Endorphins (Endogenous Opioids)

Publication Year: 

Image retrieved from Web.squ.edu.om on October 5th, 2013.

during the early 1970s, specific receptors sites for opioid molecules were identified in the brains of experimental animals and of humans. This discovery caused scientists to question not only the nature and function of these receptors but also the reason for their existence. Most concluded that it was highly unlikely that so many species of animals would have independently evolved a set of receptors to bind compounds synthesized in a species of poppy growing only in localized parts of the world. Rather, they postulated, the opiates codeine and morphine just happened to interact with receptors that already existed in the brain to mediate the effects of a mysterious endogenous substance (is, one produced within the body).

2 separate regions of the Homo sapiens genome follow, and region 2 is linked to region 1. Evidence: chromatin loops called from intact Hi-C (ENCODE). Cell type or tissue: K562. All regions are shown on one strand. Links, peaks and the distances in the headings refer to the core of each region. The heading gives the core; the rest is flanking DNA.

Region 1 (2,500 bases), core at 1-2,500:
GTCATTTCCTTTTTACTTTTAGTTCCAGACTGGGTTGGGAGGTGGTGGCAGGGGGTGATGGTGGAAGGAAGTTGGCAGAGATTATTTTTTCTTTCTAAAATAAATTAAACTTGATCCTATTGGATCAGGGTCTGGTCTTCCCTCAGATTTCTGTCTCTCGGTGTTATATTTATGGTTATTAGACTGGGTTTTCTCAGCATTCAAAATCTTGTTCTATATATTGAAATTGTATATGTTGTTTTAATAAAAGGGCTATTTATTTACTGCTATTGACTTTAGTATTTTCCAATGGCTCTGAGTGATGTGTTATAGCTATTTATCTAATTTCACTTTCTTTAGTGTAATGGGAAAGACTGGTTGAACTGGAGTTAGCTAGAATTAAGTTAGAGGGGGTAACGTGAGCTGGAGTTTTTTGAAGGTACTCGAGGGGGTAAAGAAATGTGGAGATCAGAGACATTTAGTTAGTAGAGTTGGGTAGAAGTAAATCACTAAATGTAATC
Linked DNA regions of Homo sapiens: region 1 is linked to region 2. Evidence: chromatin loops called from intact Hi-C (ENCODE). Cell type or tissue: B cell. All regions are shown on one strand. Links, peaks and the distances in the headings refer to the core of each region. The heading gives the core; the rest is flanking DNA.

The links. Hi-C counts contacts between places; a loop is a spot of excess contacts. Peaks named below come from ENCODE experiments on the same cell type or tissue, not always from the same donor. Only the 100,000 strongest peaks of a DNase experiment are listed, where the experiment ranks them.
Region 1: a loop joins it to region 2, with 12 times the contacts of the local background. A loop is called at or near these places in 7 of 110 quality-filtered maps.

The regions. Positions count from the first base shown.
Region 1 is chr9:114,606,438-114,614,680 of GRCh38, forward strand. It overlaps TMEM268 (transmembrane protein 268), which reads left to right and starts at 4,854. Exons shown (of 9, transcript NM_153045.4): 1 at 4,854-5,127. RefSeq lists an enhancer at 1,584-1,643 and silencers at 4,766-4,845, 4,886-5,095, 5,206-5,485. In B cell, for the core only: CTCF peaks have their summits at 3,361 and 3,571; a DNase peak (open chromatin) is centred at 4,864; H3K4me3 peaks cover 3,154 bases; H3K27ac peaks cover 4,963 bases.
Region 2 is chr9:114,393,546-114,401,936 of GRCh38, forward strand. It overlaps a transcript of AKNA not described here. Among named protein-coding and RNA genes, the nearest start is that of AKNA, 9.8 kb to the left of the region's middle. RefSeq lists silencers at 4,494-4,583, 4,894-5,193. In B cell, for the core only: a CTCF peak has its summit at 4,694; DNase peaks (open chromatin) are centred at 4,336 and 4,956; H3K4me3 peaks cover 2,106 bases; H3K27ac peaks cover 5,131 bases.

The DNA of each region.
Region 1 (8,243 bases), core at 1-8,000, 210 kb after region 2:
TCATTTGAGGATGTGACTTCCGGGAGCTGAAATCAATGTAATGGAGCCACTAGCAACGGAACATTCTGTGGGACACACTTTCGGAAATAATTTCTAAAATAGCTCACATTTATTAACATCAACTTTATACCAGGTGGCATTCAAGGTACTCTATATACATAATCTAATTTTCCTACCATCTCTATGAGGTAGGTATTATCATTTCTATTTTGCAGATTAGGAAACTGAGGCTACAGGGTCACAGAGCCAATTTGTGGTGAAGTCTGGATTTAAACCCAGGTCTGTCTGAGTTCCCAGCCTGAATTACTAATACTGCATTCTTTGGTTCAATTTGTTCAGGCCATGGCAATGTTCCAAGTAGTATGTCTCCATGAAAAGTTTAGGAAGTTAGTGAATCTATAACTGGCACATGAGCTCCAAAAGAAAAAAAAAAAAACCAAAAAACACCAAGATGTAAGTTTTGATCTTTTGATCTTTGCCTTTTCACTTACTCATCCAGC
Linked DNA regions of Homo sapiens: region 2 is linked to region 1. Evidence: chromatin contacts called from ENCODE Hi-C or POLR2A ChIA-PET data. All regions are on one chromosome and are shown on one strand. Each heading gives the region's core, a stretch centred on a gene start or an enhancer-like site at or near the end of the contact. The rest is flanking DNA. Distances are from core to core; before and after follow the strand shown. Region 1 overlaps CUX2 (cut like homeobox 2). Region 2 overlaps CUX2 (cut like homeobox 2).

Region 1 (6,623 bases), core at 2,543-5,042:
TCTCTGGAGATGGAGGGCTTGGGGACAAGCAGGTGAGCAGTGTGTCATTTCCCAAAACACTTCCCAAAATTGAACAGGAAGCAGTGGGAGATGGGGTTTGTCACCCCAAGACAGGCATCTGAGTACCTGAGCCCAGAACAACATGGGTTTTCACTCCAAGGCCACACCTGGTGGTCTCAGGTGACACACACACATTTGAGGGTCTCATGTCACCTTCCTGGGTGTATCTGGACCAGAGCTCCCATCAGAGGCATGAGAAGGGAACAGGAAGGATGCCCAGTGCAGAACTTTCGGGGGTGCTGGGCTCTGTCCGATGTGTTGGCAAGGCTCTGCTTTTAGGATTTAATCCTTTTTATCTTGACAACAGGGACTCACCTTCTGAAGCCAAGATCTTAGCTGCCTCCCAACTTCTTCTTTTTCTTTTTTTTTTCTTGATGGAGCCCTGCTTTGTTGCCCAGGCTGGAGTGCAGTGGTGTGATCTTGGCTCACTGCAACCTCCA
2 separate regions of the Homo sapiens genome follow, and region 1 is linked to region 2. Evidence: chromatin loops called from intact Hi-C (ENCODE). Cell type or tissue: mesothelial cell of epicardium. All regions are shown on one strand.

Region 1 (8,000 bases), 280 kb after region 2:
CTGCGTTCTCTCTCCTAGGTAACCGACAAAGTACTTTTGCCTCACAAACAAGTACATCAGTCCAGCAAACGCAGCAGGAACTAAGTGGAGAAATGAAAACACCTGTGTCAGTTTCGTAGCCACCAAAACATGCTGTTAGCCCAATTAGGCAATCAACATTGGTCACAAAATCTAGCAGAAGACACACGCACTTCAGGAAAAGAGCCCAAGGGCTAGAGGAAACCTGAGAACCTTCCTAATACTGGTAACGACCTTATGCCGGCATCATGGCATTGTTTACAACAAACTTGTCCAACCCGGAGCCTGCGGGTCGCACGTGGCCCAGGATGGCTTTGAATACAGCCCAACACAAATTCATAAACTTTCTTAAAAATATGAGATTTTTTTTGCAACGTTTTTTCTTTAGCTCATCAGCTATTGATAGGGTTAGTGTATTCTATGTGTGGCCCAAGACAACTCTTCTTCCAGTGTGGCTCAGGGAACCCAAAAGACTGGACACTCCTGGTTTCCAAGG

This theorizing led to the isolation in 1975 of endogenous substances, polypeptides subsequently named enkephalins, that could bind specifically to opioid receptors. Intensive research soon revealed a whole family of similar compounds both in the brain and in certain other parts of the body. The term endorphin, derived by a contraction of "endogenous morphine," is now used to refer to these substances. Endorphins seem to act in a way similar to the opiod drugs, producing their effects by means of several different mechanisms. In some parts of the brain, they appear to act as neurotransmitters; in others, they serve as regulators of neuronal functions or as hormones.

Excerpt from page 115 of Drugs and Drug abuse by Terrence C. Cox, Michael R. Jacobs, A. Eugene LeBlanc, and Joan A. Marshman

Endorphins Endogenous Opioids, opium, morphine,